A forum for open student discussion.

A forum for open student discussion.


A forum for open student discussion.


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Chalkboards and Chambers: Navigating Politics in Education 

Ask any high schooler their thoughts on the current political climate, and various answers will be given. Some will shy away from answering for fear of being controversial, while others will jump in and advocate strongly for their beliefs. Responses might include the all-too-common “I don’t know” or “I don’t care.” Despite all this, youth is the future of American politics. Like it or not, political discussion bleeds over into everyday life, the education system being no exception.  

The issue of politics in the education system has become a topic at the forefront of many minds across the nation. Just thirty minutes away from the halls of Howell High School, Ann Arbor Public Schools announced on January 13th that they endorsed a ceasefire in the Israel-Hamas war. This controversial decision by its school board has divided Ann Arbor and surrounding communities, leading many to question what role politics should play in the education system and the role of school boards and other education officials within the political landscape. 

“Well, while I think a school board member’s first duty is to create policies that enable kids to learn in their schools, that’s kind of it; with that said, they (school board members) are elected by the community that they live in, that they serve, so to a certain degree, they are going to represent the community because that’s who chooses them…So it’s not that it’s political; politics are just going to influence the school board.  But I think schools that always come back to their original mission, which is to serve their students, are going to find it easier to make decisions, although that doesn’t mean those decisions will be popular,” HHS teacher Mr. Gregory Talberg says. 

The prevalence of politics in today’s society has naturally fostered student interest, and the Howell community is no exception. Howell was formerly home to the HHS Democrats club run by Mr. Talberg. A society of politically motivated students formed the club to have a place to express their opinions. The club recently dissolved due to a lack of student interest, but many members fulfilled their role in fostering political discussion and opportunities; one former member headed off to the University of Michigan, where they became a leader of the “March For Our Lives” chapter in Michigan. While student participation in these clubs declined, the issues discussed and their mark on the member’s life are still prevalent today.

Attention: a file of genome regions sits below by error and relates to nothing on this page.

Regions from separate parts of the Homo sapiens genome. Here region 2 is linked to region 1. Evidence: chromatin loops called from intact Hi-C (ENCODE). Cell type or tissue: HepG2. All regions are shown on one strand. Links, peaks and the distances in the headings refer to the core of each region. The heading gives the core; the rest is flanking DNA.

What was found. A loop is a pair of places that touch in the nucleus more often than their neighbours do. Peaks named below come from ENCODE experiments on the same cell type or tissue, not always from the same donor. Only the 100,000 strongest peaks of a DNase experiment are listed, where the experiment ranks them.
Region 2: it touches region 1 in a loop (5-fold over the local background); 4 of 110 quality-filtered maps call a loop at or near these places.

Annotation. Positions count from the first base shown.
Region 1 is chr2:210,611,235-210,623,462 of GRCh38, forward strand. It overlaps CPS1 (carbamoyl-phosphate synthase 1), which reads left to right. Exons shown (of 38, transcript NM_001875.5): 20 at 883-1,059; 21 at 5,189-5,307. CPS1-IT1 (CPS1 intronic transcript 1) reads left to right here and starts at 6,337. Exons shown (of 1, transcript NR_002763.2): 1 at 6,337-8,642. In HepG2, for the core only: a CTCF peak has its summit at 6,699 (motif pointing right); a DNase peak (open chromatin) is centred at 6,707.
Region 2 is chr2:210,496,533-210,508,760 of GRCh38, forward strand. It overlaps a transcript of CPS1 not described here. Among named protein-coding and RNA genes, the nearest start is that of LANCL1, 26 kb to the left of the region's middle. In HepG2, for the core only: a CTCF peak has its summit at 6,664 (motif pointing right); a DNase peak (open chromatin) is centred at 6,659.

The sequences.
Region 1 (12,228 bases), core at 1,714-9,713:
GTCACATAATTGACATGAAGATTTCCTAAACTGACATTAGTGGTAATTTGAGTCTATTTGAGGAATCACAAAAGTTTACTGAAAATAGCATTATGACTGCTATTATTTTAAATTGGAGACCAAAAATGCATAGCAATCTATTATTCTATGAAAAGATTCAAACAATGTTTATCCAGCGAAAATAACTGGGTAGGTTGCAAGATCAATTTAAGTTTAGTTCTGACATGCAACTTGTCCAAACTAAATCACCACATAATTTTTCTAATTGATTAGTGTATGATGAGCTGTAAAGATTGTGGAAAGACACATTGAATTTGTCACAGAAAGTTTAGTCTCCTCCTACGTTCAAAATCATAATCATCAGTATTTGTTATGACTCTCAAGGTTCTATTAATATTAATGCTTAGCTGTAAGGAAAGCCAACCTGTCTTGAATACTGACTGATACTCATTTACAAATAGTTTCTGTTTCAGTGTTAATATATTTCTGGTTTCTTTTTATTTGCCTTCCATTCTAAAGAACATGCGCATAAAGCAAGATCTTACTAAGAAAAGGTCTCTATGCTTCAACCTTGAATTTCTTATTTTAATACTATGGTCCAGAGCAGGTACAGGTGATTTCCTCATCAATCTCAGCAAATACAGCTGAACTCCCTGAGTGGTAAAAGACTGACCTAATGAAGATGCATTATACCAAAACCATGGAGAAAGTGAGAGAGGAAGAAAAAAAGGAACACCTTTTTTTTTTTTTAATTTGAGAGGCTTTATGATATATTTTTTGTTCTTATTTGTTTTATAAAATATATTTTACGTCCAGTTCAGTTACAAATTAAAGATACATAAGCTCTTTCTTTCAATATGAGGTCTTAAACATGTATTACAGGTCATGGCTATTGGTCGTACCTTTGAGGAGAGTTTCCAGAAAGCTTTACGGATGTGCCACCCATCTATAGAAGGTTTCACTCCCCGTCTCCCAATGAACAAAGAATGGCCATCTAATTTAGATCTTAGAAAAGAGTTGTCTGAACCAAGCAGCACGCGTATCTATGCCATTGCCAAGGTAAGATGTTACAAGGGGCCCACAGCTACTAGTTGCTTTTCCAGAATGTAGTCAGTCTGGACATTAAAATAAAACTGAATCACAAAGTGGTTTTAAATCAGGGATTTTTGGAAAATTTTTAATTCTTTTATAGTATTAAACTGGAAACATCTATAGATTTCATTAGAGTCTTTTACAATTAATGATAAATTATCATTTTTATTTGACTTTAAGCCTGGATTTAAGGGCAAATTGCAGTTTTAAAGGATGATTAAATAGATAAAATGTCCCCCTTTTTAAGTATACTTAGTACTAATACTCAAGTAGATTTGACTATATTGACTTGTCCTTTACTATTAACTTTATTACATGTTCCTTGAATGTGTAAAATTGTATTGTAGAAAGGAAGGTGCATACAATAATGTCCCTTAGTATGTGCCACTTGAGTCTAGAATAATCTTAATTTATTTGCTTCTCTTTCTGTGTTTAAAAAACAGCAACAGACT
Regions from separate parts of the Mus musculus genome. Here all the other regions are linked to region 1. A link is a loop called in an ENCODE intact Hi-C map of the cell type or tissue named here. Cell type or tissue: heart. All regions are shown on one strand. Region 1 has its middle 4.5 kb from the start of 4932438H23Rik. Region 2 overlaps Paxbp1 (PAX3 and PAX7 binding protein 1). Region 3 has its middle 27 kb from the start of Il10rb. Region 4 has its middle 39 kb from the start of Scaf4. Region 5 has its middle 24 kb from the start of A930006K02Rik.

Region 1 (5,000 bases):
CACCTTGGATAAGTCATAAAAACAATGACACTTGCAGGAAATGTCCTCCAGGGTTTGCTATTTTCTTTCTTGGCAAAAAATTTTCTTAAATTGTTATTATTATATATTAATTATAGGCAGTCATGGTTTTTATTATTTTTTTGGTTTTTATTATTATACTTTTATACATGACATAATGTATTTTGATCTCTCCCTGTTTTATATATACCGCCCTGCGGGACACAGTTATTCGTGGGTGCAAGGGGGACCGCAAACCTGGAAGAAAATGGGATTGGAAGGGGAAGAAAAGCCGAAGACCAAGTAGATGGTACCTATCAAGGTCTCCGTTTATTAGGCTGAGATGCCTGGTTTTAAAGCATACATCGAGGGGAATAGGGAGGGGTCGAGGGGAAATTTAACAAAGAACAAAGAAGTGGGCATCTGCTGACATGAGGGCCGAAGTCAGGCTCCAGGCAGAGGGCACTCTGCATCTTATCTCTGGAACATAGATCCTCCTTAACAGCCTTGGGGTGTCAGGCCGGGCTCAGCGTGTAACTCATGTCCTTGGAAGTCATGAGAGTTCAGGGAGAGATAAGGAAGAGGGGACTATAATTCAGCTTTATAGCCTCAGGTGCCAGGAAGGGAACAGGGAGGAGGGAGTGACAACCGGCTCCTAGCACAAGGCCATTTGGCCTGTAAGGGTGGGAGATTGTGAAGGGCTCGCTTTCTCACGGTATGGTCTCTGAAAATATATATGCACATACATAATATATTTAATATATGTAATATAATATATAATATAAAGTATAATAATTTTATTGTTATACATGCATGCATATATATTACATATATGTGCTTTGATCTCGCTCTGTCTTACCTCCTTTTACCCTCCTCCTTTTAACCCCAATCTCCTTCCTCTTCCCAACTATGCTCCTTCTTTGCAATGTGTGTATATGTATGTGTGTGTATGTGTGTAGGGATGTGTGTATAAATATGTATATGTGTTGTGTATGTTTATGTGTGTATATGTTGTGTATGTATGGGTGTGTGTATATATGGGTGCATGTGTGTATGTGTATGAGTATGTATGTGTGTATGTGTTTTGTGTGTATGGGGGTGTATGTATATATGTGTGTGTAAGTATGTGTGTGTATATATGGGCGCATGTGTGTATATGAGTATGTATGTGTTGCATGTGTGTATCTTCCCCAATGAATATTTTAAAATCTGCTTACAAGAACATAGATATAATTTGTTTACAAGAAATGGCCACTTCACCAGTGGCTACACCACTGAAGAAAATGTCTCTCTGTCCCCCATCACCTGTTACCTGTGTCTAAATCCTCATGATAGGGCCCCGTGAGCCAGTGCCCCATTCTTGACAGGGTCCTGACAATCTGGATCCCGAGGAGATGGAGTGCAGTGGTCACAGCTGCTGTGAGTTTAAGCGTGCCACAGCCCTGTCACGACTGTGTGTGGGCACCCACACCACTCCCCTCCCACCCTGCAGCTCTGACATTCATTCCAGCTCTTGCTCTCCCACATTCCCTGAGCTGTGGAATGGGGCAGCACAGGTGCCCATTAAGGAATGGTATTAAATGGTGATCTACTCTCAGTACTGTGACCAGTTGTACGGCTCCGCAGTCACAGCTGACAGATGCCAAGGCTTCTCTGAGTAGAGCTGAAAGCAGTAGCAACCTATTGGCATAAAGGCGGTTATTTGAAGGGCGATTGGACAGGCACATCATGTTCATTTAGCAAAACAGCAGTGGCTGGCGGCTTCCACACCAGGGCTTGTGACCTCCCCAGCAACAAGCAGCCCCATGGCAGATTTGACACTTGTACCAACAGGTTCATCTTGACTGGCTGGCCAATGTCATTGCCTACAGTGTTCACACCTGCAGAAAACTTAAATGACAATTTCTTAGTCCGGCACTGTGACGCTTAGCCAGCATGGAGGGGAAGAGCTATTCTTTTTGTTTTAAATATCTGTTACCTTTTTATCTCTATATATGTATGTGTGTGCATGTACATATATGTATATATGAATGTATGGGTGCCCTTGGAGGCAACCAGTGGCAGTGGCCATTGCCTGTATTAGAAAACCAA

“I don’t think it’s important that it’s (political discussion) at school. I think most important is that students educate themselves about politics more than anything else because I just feel like a lot of times, not just students, people have opinions on things without really understanding them or knowing the actual facts,” Mr. Talberg says. 

Politics circulate through everyone’s lives, whether they seek them out through activities like watching the news or, in contrast, having the most recent hot topic thrown in their face on social media. This manifests inside the classroom, particularly in Howell High School’s English, Social Studies, and Debate classes, where issues of political interest can be presented in a controlled, neutral environment, allowing students space for voicing their political stances.          

“You see, I play devil’s advocate a lot, and just getting in that habit of questioning everything is a way to work through dialogues productively,” English teacher Mr. Deven Parrish says. 

        With the teacher playing the role of the mediator, some believe that this method fosters healthy political discussion without impressing the opinion of educators onto students. 

“I believe we are here to teach kids how to think and not what to think,” Mr. Parrish says. 

For many high school students, revealing opinions can be daunting due to the judgment that might follow. 

“Well, of course, people are going to judge you for anything in politics. I mean, that’s the nature of politics, but I think as an institution of learning, we should encourage people to share their political opinions. I mean, maybe not completely accepting, but be willing to listen to ideas, right? I’m not saying you have to listen to agree, but being able to have a discussion is important; I think that’s something we are losing in American culture sometimes, so as a high school, we should really encourage that,”  senior Daniel Warfield says.

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